Film about beautiful New Brighton up for global award

A film showcasing New Brighton’s beauty and resilience by Claudia Stewart (left) and Tabitha...
A film showcasing New Brighton’s beauty and resilience by Claudia Stewart (left) and Tabitha Palacios is in the running for a people’s choice award at an international film competition. Photo: Geoff Sloan
Two Christchurch creatives have joined forces to showcase the best of New Brighton on the world stage.

We got the Sunshine, a film by Claudia Stewart and Tabitha Palacios, is in the running for a people’s choice award at global film competition, Musicbed Reopen Challenge.

Filmmakers were challenged to share their stories and hopes for the future, shedding light on “reopening” the world after Covid-19 in a better place than what it was before, especially with cultural and economic changes to come.

“When you join a neighbourhood like New Brighton, it’s more than buying a house. You’re joining a community of people that will support you and that helps each other do life together," said Stewart, who lives in Opawa.

“Early on we knew New Brighton would be great visually, but also the deeper messages of hope, community, creativity and supporting local were exceptionally demonstrated by the community.”

She said they chose the suburb due to the beauty of its beachside nature, focusing on its rich heritage and history of community and resilience, especially after the February 22, 2011, earthquake and now Covid-19.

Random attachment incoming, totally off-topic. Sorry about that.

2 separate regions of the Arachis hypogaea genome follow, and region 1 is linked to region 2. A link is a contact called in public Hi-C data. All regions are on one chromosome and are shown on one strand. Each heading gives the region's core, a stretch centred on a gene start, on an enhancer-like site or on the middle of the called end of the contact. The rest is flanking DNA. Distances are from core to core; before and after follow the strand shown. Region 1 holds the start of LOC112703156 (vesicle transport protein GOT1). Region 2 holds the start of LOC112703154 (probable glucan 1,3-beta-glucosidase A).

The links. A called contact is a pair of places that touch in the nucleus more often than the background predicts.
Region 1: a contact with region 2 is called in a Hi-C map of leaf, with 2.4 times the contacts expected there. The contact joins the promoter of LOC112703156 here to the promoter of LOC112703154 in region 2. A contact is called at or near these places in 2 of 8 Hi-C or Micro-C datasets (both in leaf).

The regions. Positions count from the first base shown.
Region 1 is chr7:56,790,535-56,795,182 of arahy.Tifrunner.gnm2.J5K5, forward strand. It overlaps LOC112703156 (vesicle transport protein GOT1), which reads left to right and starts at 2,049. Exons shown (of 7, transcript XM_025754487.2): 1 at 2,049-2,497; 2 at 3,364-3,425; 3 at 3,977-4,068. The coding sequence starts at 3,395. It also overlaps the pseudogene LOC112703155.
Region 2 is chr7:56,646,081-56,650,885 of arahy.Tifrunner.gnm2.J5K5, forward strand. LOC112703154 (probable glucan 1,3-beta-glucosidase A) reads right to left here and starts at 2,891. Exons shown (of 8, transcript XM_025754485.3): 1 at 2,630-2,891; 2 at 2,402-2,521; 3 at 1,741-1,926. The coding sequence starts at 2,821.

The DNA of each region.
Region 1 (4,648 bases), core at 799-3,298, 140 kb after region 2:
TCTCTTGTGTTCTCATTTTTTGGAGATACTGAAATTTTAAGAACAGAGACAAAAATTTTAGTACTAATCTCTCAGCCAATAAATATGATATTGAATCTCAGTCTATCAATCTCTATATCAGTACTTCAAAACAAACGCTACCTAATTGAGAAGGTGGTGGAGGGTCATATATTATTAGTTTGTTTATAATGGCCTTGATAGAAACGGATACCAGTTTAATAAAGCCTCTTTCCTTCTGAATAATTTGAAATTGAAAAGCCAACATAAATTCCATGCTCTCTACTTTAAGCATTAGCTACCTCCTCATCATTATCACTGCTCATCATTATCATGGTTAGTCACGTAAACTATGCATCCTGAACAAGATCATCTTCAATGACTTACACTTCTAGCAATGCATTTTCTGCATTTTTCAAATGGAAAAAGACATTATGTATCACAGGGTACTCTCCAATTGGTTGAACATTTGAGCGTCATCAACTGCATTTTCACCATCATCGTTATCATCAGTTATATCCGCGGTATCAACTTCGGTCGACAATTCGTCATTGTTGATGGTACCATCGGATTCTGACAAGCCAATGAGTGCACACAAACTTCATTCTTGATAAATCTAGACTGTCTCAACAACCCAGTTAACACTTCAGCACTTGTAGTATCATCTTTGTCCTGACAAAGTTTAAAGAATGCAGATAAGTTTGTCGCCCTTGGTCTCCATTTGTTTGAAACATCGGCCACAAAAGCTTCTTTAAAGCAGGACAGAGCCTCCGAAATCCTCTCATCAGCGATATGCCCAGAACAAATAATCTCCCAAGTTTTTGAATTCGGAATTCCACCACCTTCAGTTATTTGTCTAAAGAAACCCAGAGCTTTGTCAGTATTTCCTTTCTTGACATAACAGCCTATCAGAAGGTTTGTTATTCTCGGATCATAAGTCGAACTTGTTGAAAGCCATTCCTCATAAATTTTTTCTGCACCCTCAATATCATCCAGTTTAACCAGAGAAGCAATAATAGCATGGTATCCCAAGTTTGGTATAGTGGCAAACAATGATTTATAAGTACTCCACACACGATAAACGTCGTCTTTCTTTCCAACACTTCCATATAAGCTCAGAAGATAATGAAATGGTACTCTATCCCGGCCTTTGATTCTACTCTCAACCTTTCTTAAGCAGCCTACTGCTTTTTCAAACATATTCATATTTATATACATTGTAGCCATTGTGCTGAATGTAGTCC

With everything that the community had gone through, the beach was the one thing that remained a constant, bringing people together through its beauty.

“We believe our greatest asset is our people, and community initiatives such as the Food Pantry and Blanket Bank are a great example of how sharing resources can fill those financial gaps some may face,” she said.

The project was filmed and edited in about three weeks after the nationwide lockdown was lifted.

“During the lockdown it did get lonely for some, and we realised that we should be out there connecting with our neighbours, sharing ideas and nurturing those relationships,” said Stewart.

“It’s important to connect with people who have common interests to share ideas or even to start a business. Together we can get through this and make up for what we have lost.”



Local trusted journalism matters - now more than ever

As the Covid-19 pandemic brings the world into uncharted waters, Star Media journalists and photographers continue to report local stories that matter everyday - yours.

For more than 152 years our journalists have provided Cantabrians with local news that can be trusted. It’s more important now than ever to keep Cantabrians connected.

As our advertising has fallen during the pandemic, support from you our reader is crucial.

You can help us continue to provide local news you can trust simply by becoming a supporter.

Become a Supporter